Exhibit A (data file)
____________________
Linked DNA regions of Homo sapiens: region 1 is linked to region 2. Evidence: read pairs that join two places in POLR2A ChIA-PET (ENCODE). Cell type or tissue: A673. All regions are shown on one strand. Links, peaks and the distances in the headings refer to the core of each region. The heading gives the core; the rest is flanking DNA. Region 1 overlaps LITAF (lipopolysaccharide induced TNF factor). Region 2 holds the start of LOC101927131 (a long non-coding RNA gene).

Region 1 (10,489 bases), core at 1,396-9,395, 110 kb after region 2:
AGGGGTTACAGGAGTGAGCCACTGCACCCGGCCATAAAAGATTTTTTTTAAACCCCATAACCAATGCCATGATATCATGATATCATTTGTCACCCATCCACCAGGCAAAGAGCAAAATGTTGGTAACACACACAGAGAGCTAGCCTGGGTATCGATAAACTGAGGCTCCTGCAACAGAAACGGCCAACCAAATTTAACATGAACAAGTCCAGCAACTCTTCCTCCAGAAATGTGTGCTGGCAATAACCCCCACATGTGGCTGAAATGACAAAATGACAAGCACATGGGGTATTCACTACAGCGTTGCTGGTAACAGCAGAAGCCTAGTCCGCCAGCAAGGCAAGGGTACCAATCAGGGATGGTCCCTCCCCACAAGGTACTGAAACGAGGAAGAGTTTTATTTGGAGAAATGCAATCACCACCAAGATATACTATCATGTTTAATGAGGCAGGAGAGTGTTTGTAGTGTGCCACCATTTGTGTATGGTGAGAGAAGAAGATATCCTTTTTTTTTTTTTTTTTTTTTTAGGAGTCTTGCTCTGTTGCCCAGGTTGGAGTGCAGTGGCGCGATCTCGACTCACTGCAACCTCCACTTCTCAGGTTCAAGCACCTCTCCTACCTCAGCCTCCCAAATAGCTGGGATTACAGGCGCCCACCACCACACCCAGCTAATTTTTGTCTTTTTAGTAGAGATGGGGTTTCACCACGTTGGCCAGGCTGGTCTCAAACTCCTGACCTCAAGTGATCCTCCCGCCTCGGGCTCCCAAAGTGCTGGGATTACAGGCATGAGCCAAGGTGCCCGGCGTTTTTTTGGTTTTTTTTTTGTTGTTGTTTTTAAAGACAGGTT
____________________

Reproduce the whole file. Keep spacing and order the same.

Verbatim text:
Linked DNA regions of Homo sapiens: region 1 is linked to region 2. Evidence: read pairs that join two places in POLR2A ChIA-PET (ENCODE). Cell type or tissue: A673. All regions are shown on one strand. Links, peaks and the distances in the headings refer to the core of each region. The heading gives the core; the rest is flanking DNA. Region 1 overlaps LITAF (lipopolysaccharide induced TNF factor). Region 2 holds the start of LOC101927131 (a long non-coding RNA gene).

Region 1 (10,489 bases), core at 1,396-9,395, 110 kb after region 2:
AGGGGTTACAGGAGTGAGCCACTGCACCCGGCCATAAAAGATTTTTTTTAAACCCCATAACCAATGCCATGATATCATGATATCATTTGTCACCCATCCACCAGGCAAAGAGCAAAATGTTGGTAACACACACAGAGAGCTAGCCTGGGTATCGATAAACTGAGGCTCCTGCAACAGAAACGGCCAACCAAATTTAACATGAACAAGTCCAGCAACTCTTCCTCCAGAAATGTGTGCTGGCAATAACCCCCACATGTGGCTGAAATGACAAAATGACAAGCACATGGGGTATTCACTACAGCGTTGCTGGTAACAGCAGAAGCCTAGTCCGCCAGCAAGGCAAGGGTACCAATCAGGGATGGTCCCTCCCCACAAGGTACTGAAACGAGGAAGAGTTTTATTTGGAGAAATGCAATCACCACCAAGATATACTATCATGTTTAATGAGGCAGGAGAGTGTTTGTAGTGTGCCACCATTTGTGTATGGTGAGAGAAGAAGATATCCTTTTTTTTTTTTTTTTTTTTTTAGGAGTCTTGCTCTGTTGCCCAGGTTGGAGTGCAGTGGCGCGATCTCGACTCACTGCAACCTCCACTTCTCAGGTTCAAGCACCTCTCCTACCTCAGCCTCCCAAATAGCTGGGATTACAGGCGCCCACCACCACACCCAGCTAATTTTTGTCTTTTTAGTAGAGATGGGGTTTCACCACGTTGGCCAGGCTGGTCTCAAACTCCTGACCTCAAGTGATCCTCCCGCCTCGGGCTCCCAAAGTGCTGGGATTACAGGCATGAGCCAAGGTGCCCGGCGTTTTTTTGGTTTTTTTTTTGTTGTTGTTTTTAAAGACAGGTT